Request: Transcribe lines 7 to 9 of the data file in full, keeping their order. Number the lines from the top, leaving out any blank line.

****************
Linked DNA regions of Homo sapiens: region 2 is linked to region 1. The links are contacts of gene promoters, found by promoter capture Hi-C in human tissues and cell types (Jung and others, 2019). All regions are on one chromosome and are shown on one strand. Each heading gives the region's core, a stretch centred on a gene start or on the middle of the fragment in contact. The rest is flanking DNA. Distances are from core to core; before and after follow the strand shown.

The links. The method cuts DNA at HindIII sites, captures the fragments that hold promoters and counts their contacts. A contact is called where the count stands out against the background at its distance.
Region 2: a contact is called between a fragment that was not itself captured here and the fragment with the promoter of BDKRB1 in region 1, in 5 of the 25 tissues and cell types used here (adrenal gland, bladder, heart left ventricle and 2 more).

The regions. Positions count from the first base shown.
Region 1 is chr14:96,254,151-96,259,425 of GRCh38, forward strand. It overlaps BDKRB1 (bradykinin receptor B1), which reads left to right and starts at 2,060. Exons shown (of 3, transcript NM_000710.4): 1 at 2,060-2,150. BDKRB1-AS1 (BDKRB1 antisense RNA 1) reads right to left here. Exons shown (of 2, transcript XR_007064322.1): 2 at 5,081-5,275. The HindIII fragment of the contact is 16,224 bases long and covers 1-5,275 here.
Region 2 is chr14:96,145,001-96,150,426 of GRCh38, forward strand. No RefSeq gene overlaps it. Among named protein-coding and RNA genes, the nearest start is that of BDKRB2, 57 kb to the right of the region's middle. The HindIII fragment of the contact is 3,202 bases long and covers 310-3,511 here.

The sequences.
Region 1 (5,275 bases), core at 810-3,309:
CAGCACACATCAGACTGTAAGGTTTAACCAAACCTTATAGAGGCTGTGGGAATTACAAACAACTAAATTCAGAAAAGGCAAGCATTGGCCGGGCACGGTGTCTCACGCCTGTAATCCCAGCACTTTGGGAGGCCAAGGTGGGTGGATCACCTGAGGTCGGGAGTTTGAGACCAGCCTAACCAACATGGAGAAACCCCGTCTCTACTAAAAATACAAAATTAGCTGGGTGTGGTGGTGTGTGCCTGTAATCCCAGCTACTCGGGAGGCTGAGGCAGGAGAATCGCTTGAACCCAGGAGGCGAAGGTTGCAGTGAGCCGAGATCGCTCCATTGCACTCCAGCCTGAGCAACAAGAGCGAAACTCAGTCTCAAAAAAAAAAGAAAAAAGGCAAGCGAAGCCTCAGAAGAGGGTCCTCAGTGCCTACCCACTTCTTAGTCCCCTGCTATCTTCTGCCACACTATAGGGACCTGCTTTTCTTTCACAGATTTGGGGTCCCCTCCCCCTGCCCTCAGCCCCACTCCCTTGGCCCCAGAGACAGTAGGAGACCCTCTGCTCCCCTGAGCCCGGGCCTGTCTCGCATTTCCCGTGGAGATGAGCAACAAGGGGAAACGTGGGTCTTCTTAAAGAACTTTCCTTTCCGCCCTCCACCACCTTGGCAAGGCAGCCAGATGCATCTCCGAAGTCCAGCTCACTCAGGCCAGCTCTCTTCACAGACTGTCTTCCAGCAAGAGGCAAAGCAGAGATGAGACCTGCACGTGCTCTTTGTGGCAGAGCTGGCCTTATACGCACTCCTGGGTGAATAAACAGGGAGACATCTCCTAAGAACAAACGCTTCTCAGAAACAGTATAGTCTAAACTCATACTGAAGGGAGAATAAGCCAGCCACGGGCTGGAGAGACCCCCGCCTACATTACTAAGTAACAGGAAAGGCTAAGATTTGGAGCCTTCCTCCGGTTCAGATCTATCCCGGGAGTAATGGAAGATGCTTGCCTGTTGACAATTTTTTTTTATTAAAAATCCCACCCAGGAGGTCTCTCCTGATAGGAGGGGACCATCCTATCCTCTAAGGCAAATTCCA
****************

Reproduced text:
The sequences.
Region 1 (5,275 bases), core at 810-3,309:
CAGCACACATCAGACTGTAAGGTTTAACCAAACCTTATAGAGGCTGTGGGAATTACAAACAACTAAATTCAGAAAAGGCAAGCATTGGCCGGGCACGGTGTCTCACGCCTGTAATCCCAGCACTTTGGGAGGCCAAGGTGGGTGGATCACCTGAGGTCGGGAGTTTGAGACCAGCCTAACCAACATGGAGAAACCCCGTCTCTACTAAAAATACAAAATTAGCTGGGTGTGGTGGTGTGTGCCTGTAATCCCAGCTACTCGGGAGGCTGAGGCAGGAGAATCGCTTGAACCCAGGAGGCGAAGGTTGCAGTGAGCCGAGATCGCTCCATTGCACTCCAGCCTGAGCAACAAGAGCGAAACTCAGTCTCAAAAAAAAAAGAAAAAAGGCAAGCGAAGCCTCAGAAGAGGGTCCTCAGTGCCTACCCACTTCTTAGTCCCCTGCTATCTTCTGCCACACTATAGGGACCTGCTTTTCTTTCACAGATTTGGGGTCCCCTCCCCCTGCCCTCAGCCCCACTCCCTTGGCCCCAGAGACAGTAGGAGACCCTCTGCTCCCCTGAGCCCGGGCCTGTCTCGCATTTCCCGTGGAGATGAGCAACAAGGGGAAACGTGGGTCTTCTTAAAGAACTTTCCTTTCCGCCCTCCACCACCTTGGCAAGGCAGCCAGATGCATCTCCGAAGTCCAGCTCACTCAGGCCAGCTCTCTTCACAGACTGTCTTCCAGCAAGAGGCAAAGCAGAGATGAGACCTGCACGTGCTCTTTGTGGCAGAGCTGGCCTTATACGCACTCCTGGGTGAATAAACAGGGAGACATCTCCTAAGAACAAACGCTTCTCAGAAACAGTATAGTCTAAACTCATACTGAAGGGAGAATAAGCCAGCCACGGGCTGGAGAGACCCCCGCCTACATTACTAAGTAACAGGAAAGGCTAAGATTTGGAGCCTTCCTCCGGTTCAGATCTATCCCGGGAGTAATGGAAGATGCTTGCCTGTTGACAATTTTTTTTTATTAAAAATCCCACCCAGGAGGTCTCTCCTGATAGGAGGGGACCATCCTATCCTCTAAGGCAAATTCCA